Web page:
Within Great Britain, expectation of Jewish spiritual and physical restoration had spread beyond Puritan evangelicalism into wider British consciousness. The philosopher John Locke assumed this in his 1707 Paraphrase and Notes on the Epistle of St Paul to the Romans (paraphrase of 11.23). In 1721, the hymnist Isaac Watts urged his London congregation that upon seeing ‘one and another of the Jewish nation in this great city,’ zealous for their own religious traditions, then ‘we should let our eyes affect our hearts, and drop a tear of compassion upon their souls,’ and pray for the soon fulfilment of biblical promises for their spiritual and physical restoration (Sermon XIX, on Rom 1.16). In 1733, Sir Isaac Newton published posthumously a work on the prophecies of Daniel and Revelation, which assumes that the Jews must return and rebuild Jerusalem. Reflecting on prophetic details in Dan 9.25, he wondered very practically whether the prophesied ‘“commandment to return” may perhaps come forth not from the Jews themselves, but from some other Kingdom friendly to them.’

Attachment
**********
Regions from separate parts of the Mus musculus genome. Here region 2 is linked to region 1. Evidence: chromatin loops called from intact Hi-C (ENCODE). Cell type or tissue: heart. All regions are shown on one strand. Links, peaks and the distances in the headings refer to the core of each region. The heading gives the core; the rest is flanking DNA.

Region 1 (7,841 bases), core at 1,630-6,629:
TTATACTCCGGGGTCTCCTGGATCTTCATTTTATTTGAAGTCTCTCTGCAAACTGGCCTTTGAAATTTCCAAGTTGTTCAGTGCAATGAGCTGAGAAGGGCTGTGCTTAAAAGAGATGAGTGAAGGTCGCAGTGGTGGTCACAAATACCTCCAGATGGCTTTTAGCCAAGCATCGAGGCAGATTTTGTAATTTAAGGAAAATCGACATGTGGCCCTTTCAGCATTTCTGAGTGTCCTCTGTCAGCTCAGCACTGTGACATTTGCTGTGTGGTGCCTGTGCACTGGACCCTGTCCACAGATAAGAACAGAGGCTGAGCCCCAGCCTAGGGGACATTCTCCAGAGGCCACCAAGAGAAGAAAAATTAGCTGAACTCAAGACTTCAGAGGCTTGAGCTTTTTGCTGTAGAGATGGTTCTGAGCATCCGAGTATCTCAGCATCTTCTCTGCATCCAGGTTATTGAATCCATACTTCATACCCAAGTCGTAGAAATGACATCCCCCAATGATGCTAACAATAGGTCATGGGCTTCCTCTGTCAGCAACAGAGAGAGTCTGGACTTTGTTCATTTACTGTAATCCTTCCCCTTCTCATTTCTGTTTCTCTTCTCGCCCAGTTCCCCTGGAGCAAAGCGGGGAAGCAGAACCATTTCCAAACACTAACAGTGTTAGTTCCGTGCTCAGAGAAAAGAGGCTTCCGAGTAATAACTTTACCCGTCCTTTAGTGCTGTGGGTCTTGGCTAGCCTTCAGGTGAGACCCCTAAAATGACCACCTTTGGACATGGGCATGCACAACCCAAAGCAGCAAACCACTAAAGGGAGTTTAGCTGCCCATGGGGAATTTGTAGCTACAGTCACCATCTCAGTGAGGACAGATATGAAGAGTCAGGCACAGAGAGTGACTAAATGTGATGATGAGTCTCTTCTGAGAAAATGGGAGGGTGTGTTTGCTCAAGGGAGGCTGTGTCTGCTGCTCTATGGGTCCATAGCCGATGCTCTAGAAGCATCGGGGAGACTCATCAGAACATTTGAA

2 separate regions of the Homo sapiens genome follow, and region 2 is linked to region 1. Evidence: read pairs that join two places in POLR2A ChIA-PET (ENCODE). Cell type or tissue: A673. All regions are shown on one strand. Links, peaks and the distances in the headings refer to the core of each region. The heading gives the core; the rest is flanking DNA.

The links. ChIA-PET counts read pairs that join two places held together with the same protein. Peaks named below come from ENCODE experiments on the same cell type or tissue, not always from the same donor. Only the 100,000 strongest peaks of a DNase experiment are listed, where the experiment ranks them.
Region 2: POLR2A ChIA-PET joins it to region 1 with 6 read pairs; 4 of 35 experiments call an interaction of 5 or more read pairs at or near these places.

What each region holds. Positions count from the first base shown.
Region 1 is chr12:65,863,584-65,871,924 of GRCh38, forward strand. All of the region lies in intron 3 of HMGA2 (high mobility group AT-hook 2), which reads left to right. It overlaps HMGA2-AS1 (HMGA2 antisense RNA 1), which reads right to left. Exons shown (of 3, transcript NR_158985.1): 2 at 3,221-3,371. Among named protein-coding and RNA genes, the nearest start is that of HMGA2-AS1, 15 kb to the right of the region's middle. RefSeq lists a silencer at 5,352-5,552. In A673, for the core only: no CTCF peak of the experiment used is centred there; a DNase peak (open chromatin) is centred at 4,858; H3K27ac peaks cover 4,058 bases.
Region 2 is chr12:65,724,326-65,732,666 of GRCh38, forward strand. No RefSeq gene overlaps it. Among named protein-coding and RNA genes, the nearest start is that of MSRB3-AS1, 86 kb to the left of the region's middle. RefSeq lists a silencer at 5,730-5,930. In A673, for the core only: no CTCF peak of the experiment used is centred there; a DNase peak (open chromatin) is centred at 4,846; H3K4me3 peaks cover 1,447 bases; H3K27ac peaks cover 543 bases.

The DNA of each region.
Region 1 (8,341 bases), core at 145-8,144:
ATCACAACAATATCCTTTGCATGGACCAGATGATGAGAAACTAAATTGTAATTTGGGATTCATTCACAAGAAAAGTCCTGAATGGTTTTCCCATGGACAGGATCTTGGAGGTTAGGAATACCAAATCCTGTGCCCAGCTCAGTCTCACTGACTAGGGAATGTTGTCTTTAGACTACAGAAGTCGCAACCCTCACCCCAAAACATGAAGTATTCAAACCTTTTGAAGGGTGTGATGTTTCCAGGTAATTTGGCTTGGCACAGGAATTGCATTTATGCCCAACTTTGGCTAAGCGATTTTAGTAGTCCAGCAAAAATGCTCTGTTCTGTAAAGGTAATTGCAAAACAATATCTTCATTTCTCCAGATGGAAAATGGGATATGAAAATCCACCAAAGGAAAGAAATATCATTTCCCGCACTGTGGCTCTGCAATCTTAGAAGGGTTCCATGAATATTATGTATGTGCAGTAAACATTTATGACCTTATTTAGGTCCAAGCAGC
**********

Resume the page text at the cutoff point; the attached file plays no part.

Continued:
This view continue to gather momentum during the eighteenth century, and led to serious political expression in the nineteenth.